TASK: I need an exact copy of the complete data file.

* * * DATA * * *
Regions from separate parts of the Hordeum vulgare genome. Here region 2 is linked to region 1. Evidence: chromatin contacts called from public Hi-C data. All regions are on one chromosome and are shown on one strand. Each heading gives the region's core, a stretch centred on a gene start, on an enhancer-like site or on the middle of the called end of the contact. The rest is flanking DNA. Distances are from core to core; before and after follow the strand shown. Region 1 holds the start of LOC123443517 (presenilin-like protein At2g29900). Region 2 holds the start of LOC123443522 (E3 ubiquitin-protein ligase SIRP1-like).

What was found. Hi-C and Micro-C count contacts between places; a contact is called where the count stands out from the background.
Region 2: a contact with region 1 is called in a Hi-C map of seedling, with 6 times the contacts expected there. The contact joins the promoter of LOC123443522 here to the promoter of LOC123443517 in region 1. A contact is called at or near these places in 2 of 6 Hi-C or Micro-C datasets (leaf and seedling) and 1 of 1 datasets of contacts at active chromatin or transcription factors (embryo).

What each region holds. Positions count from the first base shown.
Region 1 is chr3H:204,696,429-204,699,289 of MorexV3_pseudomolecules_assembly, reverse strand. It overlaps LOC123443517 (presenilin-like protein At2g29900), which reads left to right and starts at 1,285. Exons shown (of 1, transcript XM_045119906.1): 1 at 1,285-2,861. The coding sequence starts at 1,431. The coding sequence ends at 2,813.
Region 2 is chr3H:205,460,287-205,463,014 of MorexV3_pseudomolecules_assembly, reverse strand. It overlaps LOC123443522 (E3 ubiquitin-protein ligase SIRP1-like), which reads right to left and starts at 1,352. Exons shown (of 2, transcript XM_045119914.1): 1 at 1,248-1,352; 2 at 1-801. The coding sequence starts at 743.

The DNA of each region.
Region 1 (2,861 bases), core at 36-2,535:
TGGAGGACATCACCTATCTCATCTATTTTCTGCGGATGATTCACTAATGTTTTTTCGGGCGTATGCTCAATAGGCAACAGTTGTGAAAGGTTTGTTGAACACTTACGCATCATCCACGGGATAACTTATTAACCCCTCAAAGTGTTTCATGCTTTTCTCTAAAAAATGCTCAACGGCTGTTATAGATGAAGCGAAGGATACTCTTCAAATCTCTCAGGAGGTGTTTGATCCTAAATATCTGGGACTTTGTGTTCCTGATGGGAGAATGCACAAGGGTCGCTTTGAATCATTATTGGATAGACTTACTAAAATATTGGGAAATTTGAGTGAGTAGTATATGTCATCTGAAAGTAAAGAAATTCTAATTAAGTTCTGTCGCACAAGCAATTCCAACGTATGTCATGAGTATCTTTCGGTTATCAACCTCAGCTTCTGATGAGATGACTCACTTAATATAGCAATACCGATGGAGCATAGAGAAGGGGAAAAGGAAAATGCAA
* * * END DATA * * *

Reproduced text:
Regions from separate parts of the Hordeum vulgare genome. Here region 2 is linked to region 1. Evidence: chromatin contacts called from public Hi-C data. All regions are on one chromosome and are shown on one strand. Each heading gives the region's core, a stretch centred on a gene start, on an enhancer-like site or on the middle of the called end of the contact. The rest is flanking DNA. Distances are from core to core; before and after follow the strand shown. Region 1 holds the start of LOC123443517 (presenilin-like protein At2g29900). Region 2 holds the start of LOC123443522 (E3 ubiquitin-protein ligase SIRP1-like).

What was found. Hi-C and Micro-C count contacts between places; a contact is called where the count stands out from the background.
Region 2: a contact with region 1 is called in a Hi-C map of seedling, with 6 times the contacts expected there. The contact joins the promoter of LOC123443522 here to the promoter of LOC123443517 in region 1. A contact is called at or near these places in 2 of 6 Hi-C or Micro-C datasets (leaf and seedling) and 1 of 1 datasets of contacts at active chromatin or transcription factors (embryo).

What each region holds. Positions count from the first base shown.
Region 1 is chr3H:204,696,429-204,699,289 of MorexV3_pseudomolecules_assembly, reverse strand. It overlaps LOC123443517 (presenilin-like protein At2g29900), which reads left to right and starts at 1,285. Exons shown (of 1, transcript XM_045119906.1): 1 at 1,285-2,861. The coding sequence starts at 1,431. The coding sequence ends at 2,813.
Region 2 is chr3H:205,460,287-205,463,014 of MorexV3_pseudomolecules_assembly, reverse strand. It overlaps LOC123443522 (E3 ubiquitin-protein ligase SIRP1-like), which reads right to left and starts at 1,352. Exons shown (of 2, transcript XM_045119914.1): 1 at 1,248-1,352; 2 at 1-801. The coding sequence starts at 743.

The DNA of each region.
Region 1 (2,861 bases), core at 36-2,535:
TGGAGGACATCACCTATCTCATCTATTTTCTGCGGATGATTCACTAATGTTTTTTCGGGCGTATGCTCAATAGGCAACAGTTGTGAAAGGTTTGTTGAACACTTACGCATCATCCACGGGATAACTTATTAACCCCTCAAAGTGTTTCATGCTTTTCTCTAAAAAATGCTCAACGGCTGTTATAGATGAAGCGAAGGATACTCTTCAAATCTCTCAGGAGGTGTTTGATCCTAAATATCTGGGACTTTGTGTTCCTGATGGGAGAATGCACAAGGGTCGCTTTGAATCATTATTGGATAGACTTACTAAAATATTGGGAAATTTGAGTGAGTAGTATATGTCATCTGAAAGTAAAGAAATTCTAATTAAGTTCTGTCGCACAAGCAATTCCAACGTATGTCATGAGTATCTTTCGGTTATCAACCTCAGCTTCTGATGAGATGACTCACTTAATATAGCAATACCGATGGAGCATAGAGAAGGGGAAAAGGAAAATGCAA